While the link between climate change and the surge in natural disasters has garnered significant media attention in recent years, a nurse researcher explored the health impact of a different type of natural disaster: extreme heat events, or heat waves.
Adrienne Wald, MBA, EdD, RN, CNE, MCHES
In a recent literature review in Nursing Economics$, Adrienne Wald, MBA, EdD, RN, CNE, MCHES, examined data on the volume and cost of emergency room visits for heat-related illnesses because of extreme weather-related events in the United States due to climate change.
The review describes how heat waves have been the deadliest of extreme weather-related event in the U.S. — more than hurricanes, tornadoes and floods combined.
By drawing attention to this lesser-known consequence of climate change, Wald hopes to increase awareness about the critical need for hospitals and communities to collaborate with public health professionals to prepare for and respond to the evolving health needs of people affected by extreme heat events.
“Nurses need to be involved in understanding how extreme heat and other climate changes are affecting patient health, especially the most vulnerable populations like the elderly, children, people with chronic conditions and people in specific occupations like outdoor work,” said Wald, an associate professor of nursing at the College of New Rochelle (N.Y.).
Wald is among a growing cadre of nurses launching research projects, nursing education and advocacy efforts to prepare for what they expect to be an increasing number of climate change-related health needs.
Nurses have a valuable role in the pre-clinical setting, said Wald, where they can educate communities about how to avoid more serious heat-related illnesses and recognize early warning signs of heat exhaustion.
“The idea is to prevent these illnesses rather than treating them in the ER,” Wald said.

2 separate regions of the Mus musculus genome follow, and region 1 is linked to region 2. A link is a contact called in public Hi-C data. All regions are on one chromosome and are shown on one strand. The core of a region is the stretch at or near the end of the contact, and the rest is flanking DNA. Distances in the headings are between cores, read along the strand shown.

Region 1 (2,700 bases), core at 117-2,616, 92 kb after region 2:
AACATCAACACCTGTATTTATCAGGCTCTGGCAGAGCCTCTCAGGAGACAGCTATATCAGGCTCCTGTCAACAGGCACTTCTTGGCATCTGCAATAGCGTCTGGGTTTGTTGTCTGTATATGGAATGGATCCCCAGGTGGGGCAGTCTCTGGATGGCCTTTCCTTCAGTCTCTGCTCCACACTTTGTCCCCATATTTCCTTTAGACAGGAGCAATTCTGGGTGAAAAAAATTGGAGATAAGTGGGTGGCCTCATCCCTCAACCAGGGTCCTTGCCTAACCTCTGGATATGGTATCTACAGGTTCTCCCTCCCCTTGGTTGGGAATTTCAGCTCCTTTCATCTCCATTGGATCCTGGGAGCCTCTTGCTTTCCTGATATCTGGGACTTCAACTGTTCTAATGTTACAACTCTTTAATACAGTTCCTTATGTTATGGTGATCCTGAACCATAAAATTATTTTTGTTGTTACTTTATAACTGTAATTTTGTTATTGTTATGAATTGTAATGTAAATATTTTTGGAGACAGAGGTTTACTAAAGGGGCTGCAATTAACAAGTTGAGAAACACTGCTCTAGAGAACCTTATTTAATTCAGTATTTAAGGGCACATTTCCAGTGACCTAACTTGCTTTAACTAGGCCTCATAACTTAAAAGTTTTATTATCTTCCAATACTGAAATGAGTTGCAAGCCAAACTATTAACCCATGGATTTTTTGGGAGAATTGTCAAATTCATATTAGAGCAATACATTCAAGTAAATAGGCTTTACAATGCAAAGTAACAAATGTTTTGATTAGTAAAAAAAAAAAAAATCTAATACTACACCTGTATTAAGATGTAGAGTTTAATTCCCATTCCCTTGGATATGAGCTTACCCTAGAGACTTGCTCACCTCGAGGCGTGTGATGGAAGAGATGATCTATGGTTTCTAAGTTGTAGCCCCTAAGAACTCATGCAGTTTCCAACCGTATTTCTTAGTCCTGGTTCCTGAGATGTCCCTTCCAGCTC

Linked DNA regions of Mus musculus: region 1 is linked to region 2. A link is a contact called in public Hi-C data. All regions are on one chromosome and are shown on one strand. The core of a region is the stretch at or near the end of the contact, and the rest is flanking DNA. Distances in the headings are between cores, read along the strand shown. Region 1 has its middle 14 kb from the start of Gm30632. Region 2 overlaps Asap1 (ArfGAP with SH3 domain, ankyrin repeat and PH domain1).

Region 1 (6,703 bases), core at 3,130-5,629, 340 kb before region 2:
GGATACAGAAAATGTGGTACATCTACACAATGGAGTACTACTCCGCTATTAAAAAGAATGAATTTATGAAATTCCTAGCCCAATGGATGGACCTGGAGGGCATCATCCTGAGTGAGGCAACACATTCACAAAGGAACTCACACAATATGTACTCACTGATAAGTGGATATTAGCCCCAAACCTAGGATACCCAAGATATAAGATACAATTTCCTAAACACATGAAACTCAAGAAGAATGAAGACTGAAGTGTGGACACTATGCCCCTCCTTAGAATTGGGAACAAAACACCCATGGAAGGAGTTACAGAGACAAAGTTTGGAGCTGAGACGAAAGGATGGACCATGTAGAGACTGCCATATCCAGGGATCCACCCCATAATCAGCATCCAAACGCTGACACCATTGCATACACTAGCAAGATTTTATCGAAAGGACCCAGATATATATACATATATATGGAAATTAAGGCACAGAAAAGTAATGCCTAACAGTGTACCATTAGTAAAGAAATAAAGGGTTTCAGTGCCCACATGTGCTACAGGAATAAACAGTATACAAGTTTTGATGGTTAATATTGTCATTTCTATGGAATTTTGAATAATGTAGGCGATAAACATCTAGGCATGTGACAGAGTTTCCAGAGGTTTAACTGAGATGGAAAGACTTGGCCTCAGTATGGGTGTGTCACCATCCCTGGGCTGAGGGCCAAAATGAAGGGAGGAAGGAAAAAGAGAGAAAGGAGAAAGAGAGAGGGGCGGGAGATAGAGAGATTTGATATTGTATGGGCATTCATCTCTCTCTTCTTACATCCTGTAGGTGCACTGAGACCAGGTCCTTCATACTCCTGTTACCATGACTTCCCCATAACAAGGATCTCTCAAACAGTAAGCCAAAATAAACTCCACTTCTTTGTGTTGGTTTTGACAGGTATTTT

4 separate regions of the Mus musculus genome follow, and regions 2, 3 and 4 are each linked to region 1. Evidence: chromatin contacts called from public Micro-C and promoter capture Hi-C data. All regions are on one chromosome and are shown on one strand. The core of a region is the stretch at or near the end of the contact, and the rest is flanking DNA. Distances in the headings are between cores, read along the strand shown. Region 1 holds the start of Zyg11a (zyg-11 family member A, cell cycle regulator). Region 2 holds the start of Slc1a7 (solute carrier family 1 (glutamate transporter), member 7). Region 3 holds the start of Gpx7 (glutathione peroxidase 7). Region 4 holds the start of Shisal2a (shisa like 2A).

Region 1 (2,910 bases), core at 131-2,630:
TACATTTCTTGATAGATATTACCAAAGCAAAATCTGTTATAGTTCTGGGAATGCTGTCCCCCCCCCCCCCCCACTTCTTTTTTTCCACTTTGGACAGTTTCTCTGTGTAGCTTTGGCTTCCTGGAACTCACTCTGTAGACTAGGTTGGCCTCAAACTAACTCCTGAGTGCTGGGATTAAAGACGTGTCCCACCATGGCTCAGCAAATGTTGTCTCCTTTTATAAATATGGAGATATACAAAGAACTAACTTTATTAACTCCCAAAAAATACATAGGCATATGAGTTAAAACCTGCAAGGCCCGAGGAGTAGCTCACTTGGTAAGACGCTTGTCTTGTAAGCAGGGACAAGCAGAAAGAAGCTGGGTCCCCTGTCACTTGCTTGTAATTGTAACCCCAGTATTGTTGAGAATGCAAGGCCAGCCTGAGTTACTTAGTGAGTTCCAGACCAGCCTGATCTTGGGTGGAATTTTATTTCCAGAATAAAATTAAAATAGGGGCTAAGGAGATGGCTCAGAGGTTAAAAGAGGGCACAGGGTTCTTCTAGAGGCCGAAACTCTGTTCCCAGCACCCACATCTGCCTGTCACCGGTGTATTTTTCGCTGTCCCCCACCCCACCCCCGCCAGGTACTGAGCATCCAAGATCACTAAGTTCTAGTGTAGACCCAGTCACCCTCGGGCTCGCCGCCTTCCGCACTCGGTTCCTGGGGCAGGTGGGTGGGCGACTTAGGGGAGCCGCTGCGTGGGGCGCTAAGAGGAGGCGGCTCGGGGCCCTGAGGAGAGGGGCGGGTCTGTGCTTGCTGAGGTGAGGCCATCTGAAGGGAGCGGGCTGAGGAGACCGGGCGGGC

The literature review describes one heat wave in California in 2006 that led to more than 16,000 excess ED visits for heat-related illnesses in 58 counties. Studies also showed links between heat waves and increased ED visits in North Carolina, New York, Texas, Florida and Georgia.
To reduce the risk of heat stroke, public health nurses can reach out to schools, home health facilities and occupational groups about the importance of watching for early warning signs of heat exhaustion, such as headache, nausea and malaise. If left untreated, heat exhaustion can progress to heatstroke, which can cause more serious neurologic symptoms, including confusion, disorientation, delirium and coma, as well as multi-organ failure and ultimately death.
Wald is also an active member of the Alliance of Nurses for Healthy Environments, an organization focused on helping nurses understand the relationship between human health and the environment. Members of the group are involved in advancing research, evidence-based practice, education and policies.
To advocate against the repeal of the Clean Power Plan, Wald recently testified before a hearing in New York City about how nurses are seeing the impact of climate change.
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